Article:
We're All Waiting For A COVID-19 Vaccine. For Kids, The Wait May Be Much Longer.
Experts say it is unlikely that a COVID-19 vaccine will be available for children while one is available for adults. (Photo: Sasiistock via Getty Images)
COVID-19 cases are rising again in the US as experts warn of a "third peak" that could be particularly devastating as much of the country winters indoors.
Even if the case numbers start to drop, there is no real chance life will return to anything near normal until a COVID-19 vaccine is available. And until a vaccine is available for children, there is little chance that families will find themselves back into working routines.
Unfortunately, experts seem to think that it is unlikely that a vaccine against COVID-19 in children will be available once one (or more) becomes available for adults. Some predict we won't get a vaccine for children until next fall.
This is not a simple prediction to hear as a parent. Dealing with this elongated timeline - as theoretical as it may be - can influence the decisions parents are making as they navigate the pandemic with their children.
HuffPost parents reached out to some experts to talk a little more about children and a possible COVID-19 vaccine. Here are a few things to keep in mind:
COVID-19 vaccine studies have so far focused solely on adults.
Vaccine manufacturers have worked hard to come up with a response to COVID-19, but no children have been involved as of this week. On Wednesday, CNN reported that Pfizer plans to immediately include teens in its current experimental vaccine trials, and that the FDA has also given it permission to include children 12 and older in those efforts. So far, it is the only vaccine study in the US that children are participating in.
It is not necessarily uncommon for potential vaccines to be tested in adults first. For one, healthcare workers and certain groups of older adults who are more susceptible to serious illnesses from COVID-19 are likely to be prioritized when a vaccine is available. Traditionally, the process of developing a vaccine usually involves testing in larger and larger groups of adults, followed by older children and younger children. And this process often takes several decades.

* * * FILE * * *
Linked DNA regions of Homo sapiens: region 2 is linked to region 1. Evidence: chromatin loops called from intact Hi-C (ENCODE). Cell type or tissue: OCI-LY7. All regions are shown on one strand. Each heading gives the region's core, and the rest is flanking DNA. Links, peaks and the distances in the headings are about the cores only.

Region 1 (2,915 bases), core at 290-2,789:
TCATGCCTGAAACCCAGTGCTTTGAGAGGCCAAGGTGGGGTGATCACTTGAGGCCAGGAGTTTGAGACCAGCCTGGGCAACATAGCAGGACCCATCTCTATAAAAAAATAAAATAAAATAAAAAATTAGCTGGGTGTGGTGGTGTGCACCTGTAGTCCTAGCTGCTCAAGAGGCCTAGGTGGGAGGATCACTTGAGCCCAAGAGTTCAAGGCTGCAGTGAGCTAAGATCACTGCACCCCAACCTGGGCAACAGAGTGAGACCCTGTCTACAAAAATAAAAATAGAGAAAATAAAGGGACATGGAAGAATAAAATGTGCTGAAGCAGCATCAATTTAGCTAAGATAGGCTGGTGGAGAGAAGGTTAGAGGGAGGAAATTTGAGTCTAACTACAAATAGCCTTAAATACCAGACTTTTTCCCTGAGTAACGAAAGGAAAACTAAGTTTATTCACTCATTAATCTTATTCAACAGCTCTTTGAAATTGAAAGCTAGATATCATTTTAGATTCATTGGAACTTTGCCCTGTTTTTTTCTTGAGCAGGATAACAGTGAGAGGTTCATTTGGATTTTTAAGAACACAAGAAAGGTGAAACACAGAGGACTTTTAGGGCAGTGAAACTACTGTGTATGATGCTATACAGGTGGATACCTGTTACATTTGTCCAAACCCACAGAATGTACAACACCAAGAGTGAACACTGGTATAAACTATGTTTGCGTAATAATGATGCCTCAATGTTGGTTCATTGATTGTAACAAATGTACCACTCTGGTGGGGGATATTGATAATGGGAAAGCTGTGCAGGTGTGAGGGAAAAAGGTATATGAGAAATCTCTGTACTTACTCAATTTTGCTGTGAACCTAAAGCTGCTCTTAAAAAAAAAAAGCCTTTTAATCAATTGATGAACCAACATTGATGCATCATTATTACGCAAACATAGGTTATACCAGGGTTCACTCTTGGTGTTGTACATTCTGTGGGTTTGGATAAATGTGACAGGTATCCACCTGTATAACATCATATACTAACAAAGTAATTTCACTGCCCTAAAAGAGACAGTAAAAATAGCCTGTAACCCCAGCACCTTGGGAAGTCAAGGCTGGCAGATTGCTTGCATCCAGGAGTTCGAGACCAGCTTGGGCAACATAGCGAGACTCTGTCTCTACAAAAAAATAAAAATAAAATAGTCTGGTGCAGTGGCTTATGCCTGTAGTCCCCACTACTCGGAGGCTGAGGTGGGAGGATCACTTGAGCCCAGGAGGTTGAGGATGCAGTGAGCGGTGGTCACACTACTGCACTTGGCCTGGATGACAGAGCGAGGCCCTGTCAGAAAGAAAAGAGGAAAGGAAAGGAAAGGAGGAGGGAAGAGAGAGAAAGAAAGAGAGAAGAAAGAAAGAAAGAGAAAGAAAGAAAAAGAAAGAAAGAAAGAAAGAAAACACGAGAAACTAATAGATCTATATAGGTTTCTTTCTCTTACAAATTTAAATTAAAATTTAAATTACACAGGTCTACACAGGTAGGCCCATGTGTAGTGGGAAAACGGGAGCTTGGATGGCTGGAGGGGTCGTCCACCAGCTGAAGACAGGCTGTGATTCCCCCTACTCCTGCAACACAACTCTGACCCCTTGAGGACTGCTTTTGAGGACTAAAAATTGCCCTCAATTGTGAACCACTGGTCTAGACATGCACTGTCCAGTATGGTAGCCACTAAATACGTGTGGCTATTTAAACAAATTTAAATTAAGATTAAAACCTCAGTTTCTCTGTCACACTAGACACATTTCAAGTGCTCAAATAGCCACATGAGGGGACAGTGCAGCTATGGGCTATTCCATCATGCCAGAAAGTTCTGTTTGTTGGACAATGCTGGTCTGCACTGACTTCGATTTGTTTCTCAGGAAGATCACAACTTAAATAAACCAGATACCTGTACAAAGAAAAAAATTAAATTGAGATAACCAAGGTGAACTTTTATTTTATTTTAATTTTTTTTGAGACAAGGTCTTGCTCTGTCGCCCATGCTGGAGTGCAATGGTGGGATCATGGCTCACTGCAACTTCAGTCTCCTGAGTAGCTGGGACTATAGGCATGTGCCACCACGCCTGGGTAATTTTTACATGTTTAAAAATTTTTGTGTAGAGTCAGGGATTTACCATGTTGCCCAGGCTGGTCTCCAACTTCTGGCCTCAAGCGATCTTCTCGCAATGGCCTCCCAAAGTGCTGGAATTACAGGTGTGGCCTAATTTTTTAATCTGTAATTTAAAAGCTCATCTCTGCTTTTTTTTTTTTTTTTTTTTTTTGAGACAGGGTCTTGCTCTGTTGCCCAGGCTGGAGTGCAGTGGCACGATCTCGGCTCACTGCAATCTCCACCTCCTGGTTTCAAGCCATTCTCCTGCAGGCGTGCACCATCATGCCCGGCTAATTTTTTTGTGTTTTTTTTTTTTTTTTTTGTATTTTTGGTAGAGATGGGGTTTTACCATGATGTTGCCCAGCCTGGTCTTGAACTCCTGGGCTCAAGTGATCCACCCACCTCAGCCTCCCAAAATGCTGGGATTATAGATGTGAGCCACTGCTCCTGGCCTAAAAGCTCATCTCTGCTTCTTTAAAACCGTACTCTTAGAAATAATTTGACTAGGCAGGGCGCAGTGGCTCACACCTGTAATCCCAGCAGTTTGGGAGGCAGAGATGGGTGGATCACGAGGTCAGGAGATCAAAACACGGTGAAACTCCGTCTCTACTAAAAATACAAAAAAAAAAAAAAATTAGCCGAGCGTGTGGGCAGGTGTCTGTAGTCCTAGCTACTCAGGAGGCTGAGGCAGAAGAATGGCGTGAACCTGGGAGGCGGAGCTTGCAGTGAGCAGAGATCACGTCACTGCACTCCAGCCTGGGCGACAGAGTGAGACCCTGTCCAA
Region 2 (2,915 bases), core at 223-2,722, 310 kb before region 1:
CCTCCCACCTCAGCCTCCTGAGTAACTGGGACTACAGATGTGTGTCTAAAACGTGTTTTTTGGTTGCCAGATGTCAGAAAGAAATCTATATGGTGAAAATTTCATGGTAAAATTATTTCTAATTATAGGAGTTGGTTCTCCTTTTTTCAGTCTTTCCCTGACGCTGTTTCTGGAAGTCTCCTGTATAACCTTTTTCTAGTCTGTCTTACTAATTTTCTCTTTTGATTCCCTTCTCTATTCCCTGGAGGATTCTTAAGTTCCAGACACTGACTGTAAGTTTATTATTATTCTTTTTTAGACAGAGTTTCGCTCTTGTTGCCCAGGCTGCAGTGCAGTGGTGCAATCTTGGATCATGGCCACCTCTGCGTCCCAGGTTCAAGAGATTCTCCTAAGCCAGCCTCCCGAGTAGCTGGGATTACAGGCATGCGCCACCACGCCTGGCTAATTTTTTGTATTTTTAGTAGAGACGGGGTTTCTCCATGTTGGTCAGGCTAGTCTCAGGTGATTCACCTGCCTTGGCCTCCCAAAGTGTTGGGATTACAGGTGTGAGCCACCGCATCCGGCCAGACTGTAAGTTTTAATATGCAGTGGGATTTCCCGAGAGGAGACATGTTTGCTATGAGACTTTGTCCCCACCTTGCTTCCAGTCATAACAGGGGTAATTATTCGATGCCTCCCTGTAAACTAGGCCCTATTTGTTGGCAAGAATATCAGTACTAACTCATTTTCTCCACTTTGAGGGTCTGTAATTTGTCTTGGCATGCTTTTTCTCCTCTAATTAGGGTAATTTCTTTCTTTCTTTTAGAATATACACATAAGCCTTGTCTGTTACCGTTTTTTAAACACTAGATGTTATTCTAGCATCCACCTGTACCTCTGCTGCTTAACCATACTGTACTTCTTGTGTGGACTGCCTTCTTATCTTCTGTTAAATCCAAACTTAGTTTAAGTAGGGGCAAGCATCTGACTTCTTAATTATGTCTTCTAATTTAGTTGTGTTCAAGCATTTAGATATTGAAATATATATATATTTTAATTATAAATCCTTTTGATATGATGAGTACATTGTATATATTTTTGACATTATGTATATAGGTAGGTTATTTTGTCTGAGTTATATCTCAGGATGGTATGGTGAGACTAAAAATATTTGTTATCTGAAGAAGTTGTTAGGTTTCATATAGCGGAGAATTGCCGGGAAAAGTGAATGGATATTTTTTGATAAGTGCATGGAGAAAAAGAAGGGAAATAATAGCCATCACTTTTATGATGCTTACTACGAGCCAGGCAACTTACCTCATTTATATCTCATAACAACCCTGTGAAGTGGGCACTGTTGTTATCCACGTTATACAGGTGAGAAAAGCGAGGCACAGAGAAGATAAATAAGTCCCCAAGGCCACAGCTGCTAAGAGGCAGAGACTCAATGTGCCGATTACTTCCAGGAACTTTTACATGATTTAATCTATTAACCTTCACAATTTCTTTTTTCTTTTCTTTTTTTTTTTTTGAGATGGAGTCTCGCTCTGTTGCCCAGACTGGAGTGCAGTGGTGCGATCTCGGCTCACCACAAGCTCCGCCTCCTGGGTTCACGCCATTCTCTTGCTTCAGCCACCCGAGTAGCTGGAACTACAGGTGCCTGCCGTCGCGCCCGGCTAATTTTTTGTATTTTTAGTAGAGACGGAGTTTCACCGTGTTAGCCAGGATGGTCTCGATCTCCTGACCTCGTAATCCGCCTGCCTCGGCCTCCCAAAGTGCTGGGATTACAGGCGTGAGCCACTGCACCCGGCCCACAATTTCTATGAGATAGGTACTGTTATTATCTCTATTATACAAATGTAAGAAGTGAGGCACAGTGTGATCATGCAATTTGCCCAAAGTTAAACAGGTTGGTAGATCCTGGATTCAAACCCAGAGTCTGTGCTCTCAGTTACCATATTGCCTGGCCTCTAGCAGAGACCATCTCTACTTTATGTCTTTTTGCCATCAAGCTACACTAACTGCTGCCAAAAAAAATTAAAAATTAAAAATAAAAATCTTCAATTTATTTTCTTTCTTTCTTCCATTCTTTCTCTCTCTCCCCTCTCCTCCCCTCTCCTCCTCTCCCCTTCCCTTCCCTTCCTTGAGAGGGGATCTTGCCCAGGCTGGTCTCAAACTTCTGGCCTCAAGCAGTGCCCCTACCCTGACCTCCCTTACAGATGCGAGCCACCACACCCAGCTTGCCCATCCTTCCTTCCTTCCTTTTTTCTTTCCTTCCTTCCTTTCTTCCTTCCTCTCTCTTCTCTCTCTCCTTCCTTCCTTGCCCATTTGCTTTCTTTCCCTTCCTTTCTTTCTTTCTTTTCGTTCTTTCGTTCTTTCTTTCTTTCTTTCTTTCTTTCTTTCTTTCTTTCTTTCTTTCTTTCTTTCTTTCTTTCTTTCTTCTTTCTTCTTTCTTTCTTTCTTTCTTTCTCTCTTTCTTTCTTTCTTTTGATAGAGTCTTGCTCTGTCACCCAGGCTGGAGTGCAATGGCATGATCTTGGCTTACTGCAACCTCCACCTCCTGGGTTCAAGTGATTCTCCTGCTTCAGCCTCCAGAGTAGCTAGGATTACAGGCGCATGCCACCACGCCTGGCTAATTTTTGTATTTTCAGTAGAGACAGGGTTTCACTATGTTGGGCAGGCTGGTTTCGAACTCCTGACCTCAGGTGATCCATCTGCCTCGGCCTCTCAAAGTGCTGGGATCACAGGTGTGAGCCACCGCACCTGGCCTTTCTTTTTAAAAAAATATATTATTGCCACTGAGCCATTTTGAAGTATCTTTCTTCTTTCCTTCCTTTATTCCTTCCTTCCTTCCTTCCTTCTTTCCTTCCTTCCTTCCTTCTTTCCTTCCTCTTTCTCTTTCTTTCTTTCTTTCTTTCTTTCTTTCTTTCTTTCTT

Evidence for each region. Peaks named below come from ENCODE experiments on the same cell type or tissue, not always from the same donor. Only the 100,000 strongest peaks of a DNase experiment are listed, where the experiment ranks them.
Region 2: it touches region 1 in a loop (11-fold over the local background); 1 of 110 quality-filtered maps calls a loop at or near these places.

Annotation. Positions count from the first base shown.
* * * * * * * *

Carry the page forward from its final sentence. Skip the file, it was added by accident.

However, nothing is typical about the speed and global scale of development of a COVID-19 vaccine. Given the surge in COVID-19 cases in children (nearly 700,000 children have tested positive for the virus in the US since the pandemic began), some researchers argue that there is an urgent need to ensure that children are included in studies.
If there were tests on adults that showed it was safe and effective, we wouldn't just be saying, "OK, now you can just open the doors and give this to kids too."
Dr. Yvonne Maldonado, epidemiologist and infectious disease specialist
In September, a group of doctors wrote a comment arguing that "clinical trials remain neutral on children," which also affects children's ability to return to school and daycare. "An approved COVID-19 vaccine for children could have far-reaching positive effects on health and educational equity," they write.
Dr. Priya Soni, a pediatric infectious disease specialist at Cedars-Sinai Medical Center in Los Angeles, told HuffPost that excluding children from vaccine trials could undermine overall prevention efforts. "Children could likely remain a great reservoir for infection," she argued. "This, in turn, would undermine all of our other efforts to contain the pandemic."
For parents, the fact that studies so far have focused primarily on adults is probably most important, as experts like Soni “believe with confidence” that a vaccine is not ready for children while one is ready for adults.